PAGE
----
Most car batteries are “lead acid” batteries. Lead-acid batteries are made up of plates of lead and separate plates of lead dioxide, which are submerged into an electrolyte solution of about 38% sulfuric acid and 62% water. This causes a chemical reaction that releases electrons, allowing them to flow through conductors to produce electricity.
You look at Prep with resolved eyes, “all we have to do is change the acid in the battery so that it will react with the lead and create electricity right?”
Prep says, “Sure”
You continue thinking out loud, “So, recharging the battery involves either finding a way to stimulate the electrolyte, or finding a way to feed electricity back into the battery.”
Prep says, “I guess so?”
“We could pour some cola into the battery. Start the car after a few minutes. Of course, you’ll have to replace the battery because we’ve destroyed it, but at least you’ll be home by midnight.”
Prep says, “it is an old battery, it doesn’t matter much. But won’t we need a battery to run the Jeep until we can buy a new one?”
“Ah yes, Old Prep, that could be a problem”
You continue, “We could. . . Remove the fluid from the battery. The Squeeze a dozen limes in the battery.”
“We don’t have limes”, Prep adds. “Right” you respond.
“We could also drink soda and urinate into the battery. Fill the remainder of the battery with the water. Wait 9 hours and put the battery back in.”
“Gotta be home in 12 hours – 6 hour drive”, Prep responds. “Right”, you confirm.
“Saliva, potato chip brine, hydrogen peroxide all would work in theory”, you mention.
While all this does works in theory, you have three disadvantages to this basic approach.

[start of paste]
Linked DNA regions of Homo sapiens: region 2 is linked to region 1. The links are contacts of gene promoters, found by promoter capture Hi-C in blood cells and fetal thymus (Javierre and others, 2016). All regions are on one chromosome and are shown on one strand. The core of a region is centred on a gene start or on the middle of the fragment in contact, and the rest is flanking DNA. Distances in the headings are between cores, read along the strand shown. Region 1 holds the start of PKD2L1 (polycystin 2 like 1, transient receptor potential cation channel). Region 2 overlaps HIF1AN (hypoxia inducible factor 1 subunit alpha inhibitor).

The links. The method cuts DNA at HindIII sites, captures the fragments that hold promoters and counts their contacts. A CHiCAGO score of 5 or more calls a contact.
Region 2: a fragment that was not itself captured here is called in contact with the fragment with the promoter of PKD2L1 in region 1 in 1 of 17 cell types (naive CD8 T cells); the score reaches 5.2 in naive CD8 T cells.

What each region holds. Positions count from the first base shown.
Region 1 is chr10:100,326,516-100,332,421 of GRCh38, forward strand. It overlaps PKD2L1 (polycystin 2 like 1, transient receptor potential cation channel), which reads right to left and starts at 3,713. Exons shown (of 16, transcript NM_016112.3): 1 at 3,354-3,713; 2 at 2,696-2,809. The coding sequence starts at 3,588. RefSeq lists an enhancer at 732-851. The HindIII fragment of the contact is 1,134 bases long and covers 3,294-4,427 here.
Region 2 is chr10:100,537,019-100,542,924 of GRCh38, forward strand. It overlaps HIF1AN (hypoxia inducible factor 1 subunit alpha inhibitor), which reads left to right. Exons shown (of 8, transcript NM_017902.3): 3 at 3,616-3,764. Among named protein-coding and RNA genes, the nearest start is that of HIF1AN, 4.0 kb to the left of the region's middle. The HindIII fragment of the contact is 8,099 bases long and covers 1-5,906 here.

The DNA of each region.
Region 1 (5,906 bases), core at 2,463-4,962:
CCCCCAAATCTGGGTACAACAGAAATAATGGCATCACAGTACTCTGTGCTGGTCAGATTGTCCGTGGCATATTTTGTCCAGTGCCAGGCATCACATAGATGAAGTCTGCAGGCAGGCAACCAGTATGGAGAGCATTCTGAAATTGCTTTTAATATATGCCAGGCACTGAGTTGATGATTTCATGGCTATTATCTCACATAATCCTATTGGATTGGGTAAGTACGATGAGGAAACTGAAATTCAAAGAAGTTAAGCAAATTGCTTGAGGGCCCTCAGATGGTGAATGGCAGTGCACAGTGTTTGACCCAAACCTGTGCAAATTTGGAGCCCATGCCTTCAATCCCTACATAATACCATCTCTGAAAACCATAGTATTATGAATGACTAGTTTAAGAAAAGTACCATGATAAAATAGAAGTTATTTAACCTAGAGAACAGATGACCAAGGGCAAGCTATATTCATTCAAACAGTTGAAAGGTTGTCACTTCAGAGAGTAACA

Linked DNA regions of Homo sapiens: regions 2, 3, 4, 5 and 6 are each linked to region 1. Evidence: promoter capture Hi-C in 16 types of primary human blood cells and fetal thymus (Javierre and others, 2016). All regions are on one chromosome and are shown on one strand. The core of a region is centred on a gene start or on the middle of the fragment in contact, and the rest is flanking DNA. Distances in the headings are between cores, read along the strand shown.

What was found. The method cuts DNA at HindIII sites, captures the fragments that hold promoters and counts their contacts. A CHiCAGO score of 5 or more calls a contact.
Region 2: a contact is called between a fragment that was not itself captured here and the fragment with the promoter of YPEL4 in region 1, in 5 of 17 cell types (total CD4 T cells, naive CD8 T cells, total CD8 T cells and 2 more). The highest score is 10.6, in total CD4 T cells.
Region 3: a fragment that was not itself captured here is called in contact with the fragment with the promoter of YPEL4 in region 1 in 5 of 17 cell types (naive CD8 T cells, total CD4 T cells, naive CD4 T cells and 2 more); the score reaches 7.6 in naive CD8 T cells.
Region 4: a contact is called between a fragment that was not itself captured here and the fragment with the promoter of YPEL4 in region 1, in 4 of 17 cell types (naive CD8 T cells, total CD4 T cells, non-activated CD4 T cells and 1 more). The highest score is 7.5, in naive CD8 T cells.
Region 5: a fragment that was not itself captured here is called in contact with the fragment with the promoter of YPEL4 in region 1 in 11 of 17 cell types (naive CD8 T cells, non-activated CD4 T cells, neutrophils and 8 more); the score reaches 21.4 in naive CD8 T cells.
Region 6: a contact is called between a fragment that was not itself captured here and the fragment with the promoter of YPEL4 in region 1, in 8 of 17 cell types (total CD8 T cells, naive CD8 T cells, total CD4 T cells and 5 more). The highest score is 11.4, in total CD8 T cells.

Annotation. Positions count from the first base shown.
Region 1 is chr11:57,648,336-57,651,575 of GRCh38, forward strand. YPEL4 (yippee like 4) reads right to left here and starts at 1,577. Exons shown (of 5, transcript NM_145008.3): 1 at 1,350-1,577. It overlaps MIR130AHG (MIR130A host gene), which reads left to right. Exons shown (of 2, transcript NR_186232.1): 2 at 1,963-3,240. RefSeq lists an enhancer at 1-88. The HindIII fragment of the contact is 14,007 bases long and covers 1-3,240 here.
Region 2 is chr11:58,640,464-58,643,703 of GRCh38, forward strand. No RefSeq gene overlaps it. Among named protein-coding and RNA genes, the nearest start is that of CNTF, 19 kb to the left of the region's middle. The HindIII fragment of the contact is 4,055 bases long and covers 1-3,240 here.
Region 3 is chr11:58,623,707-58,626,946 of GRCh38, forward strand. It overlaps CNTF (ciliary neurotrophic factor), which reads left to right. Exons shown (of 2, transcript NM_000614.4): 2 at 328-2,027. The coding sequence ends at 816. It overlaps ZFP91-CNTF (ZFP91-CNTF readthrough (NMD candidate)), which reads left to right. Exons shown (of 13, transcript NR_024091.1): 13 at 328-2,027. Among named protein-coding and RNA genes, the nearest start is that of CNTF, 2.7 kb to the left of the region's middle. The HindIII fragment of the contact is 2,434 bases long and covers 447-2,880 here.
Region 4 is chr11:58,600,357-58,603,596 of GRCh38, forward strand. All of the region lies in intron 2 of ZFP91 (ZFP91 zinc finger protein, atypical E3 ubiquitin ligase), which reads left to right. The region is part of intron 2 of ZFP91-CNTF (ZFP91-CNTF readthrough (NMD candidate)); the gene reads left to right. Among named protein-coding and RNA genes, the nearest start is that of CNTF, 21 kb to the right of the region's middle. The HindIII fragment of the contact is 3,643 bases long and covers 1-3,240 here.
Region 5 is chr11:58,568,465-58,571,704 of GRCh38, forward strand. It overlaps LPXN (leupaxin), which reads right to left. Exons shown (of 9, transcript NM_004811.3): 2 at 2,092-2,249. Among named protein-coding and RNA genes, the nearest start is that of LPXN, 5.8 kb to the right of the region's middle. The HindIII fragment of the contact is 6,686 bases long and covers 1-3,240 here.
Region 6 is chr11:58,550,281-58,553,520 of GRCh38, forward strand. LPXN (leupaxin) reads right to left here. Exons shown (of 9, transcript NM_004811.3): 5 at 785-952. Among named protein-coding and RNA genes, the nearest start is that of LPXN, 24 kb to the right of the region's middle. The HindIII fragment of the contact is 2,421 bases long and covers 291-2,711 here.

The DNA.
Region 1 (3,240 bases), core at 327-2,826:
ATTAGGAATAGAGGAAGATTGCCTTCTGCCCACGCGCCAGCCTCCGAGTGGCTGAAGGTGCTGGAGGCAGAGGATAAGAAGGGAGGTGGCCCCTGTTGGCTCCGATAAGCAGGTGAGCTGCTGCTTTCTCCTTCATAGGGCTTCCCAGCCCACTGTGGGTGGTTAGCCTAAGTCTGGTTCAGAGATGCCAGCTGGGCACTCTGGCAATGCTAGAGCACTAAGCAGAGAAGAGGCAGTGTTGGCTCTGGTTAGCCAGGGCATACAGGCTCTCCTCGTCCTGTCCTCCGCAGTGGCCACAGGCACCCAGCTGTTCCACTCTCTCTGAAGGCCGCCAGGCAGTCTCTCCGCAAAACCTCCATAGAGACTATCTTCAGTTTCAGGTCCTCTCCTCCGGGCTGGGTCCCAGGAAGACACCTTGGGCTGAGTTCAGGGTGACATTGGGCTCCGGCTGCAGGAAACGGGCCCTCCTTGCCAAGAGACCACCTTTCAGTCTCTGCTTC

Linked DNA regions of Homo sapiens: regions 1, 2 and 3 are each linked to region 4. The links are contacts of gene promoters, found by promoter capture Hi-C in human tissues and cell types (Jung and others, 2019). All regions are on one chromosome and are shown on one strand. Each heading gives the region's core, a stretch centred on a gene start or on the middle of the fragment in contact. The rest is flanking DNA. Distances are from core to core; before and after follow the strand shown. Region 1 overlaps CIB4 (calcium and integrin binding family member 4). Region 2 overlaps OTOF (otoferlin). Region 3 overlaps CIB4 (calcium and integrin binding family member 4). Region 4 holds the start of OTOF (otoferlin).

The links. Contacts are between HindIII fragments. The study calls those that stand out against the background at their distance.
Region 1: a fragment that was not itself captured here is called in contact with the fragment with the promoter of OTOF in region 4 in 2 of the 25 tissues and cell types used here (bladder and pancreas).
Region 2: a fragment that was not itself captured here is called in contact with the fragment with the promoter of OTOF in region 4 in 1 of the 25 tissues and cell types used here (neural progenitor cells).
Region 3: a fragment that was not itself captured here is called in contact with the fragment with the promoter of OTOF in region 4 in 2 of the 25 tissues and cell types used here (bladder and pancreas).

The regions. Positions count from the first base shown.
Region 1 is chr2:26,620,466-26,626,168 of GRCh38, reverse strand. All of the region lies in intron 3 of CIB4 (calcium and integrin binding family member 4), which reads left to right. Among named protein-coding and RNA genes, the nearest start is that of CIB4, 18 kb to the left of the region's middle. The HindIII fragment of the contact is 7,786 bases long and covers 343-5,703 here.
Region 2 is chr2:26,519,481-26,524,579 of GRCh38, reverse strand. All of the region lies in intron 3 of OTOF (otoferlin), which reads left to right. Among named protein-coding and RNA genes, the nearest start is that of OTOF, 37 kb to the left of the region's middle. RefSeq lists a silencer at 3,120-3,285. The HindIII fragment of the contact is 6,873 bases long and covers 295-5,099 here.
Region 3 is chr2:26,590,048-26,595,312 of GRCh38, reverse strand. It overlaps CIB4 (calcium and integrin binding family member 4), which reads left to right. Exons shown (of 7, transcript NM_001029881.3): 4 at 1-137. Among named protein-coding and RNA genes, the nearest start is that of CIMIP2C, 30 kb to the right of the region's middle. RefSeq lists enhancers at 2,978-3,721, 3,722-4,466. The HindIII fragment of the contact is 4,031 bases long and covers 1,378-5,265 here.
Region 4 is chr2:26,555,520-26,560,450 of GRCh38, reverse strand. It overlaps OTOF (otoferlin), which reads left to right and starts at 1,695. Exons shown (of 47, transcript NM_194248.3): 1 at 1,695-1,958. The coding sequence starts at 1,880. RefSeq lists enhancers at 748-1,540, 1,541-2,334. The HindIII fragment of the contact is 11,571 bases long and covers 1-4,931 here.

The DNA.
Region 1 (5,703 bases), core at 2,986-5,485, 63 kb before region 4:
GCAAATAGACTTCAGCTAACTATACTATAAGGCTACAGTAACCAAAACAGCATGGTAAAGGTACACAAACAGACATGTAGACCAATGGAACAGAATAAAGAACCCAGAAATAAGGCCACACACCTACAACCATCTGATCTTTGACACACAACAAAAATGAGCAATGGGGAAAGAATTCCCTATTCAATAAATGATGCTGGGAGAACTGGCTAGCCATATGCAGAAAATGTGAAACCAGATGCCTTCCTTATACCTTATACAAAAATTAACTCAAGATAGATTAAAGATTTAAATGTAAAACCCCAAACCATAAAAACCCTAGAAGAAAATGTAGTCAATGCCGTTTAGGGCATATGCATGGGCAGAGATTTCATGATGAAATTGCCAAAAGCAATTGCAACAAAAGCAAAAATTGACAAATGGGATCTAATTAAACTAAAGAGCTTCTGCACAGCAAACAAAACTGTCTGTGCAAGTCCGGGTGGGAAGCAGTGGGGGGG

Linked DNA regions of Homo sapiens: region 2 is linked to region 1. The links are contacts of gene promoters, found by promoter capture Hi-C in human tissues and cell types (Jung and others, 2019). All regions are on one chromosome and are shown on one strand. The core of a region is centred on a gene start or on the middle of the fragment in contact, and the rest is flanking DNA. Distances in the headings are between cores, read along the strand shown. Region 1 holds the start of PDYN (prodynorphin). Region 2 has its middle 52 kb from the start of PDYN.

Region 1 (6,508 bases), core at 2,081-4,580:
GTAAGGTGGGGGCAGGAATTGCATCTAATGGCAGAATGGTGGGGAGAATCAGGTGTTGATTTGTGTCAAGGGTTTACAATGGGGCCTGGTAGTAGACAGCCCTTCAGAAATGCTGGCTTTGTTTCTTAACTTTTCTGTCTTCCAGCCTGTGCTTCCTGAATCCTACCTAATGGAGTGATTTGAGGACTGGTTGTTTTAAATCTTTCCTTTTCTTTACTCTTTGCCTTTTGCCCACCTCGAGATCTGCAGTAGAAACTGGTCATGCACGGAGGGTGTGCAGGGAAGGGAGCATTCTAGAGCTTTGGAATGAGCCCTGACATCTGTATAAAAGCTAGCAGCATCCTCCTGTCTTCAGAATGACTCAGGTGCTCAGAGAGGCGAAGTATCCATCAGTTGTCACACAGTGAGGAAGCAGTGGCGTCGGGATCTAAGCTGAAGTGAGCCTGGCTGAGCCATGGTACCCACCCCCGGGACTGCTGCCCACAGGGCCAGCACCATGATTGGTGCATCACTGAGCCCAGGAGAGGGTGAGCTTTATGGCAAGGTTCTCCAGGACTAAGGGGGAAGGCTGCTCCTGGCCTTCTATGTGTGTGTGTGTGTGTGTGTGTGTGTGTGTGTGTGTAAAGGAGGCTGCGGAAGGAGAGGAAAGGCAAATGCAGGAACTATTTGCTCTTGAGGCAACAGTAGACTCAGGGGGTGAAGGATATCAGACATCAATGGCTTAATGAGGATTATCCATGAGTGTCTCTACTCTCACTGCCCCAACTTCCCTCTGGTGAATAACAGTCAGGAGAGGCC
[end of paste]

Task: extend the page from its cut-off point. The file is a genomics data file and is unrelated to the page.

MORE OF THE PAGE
- Though the “theory is sound”, it generally won’t work in practice for a variety of reasons. The main reason is getting the proportions right.
- You can try them, but if they don’t work, you have likely ruined the battery and eliminated any other opportunity of getting the vehicle started.
- Several proposed additives run a real risk of blowing up the battery.
There is, however, one additive that you took out of the first aid kit that avoids these disadvantages.
We can pry off the cap, pull any rubber stopper vents blocking the cells in the battery (there are 6 cells at 2 volts each). Put two tablets of aspirin in each battery cell and wait no more than 1 hour (the acetylsalicylic acid combines with the sulfuric acid to get off one more charge.) You can pry the cell covers off with a screwdriver even on most maintenance-free batteries.
As bizarre as this sounds, aspirin will often work depending on the degree of discharge of the battery. It is a reasonably safe approach and usually good for one more engine turn. Be warned that adding aspirin will shorten the battery life, as the aspirin will react with the sulfuric acid to form acetic acid. Good for a boost, but bad for the innards of the battery. Assuming you add no more than a couple of aspirins per cell, it shouldn’t cause significant damage nor preclude additional efforts if it fails to work. So there is at least one safe, viable way to have a reasonable shot at getting the vehicle restarted by stimulating the electrolyte.
You explain this to Prep. He doesn’t seem convince, but your options are limited so he says, “Well, let’s see if it works.”
You open the battery, crush several aspirin from the first aid kit, being careful to keep them segregated so there are two crushed aspirin for each cell. Then you put the powder in the battery, and add bottled water to fill it to the proper level. The acetylsalicylic acid from the aspirin will combine with the battery acid and increase the charge in the battery, and the water will help restore the electrolyte in the battery.
You replace the caps, gather your tools, finish the coke and jump in the Jeep. Turn the key and the engine starts right up. Though, we may need a new battery soon.
Prep hops in, points the way and says, “Let go.” You look at him with anticipation and realize, he doesn’t care, he just wants to get home. You smile, turn away to laugh, push the shifter in gear and take off. Leaving Prep’s BOB at the parking area. . .
Interested in learning more about improvising in the wilderness? Expeditions need improvisation to be successful.
Til next time, remember, “Knowledge Weighs Nothing”.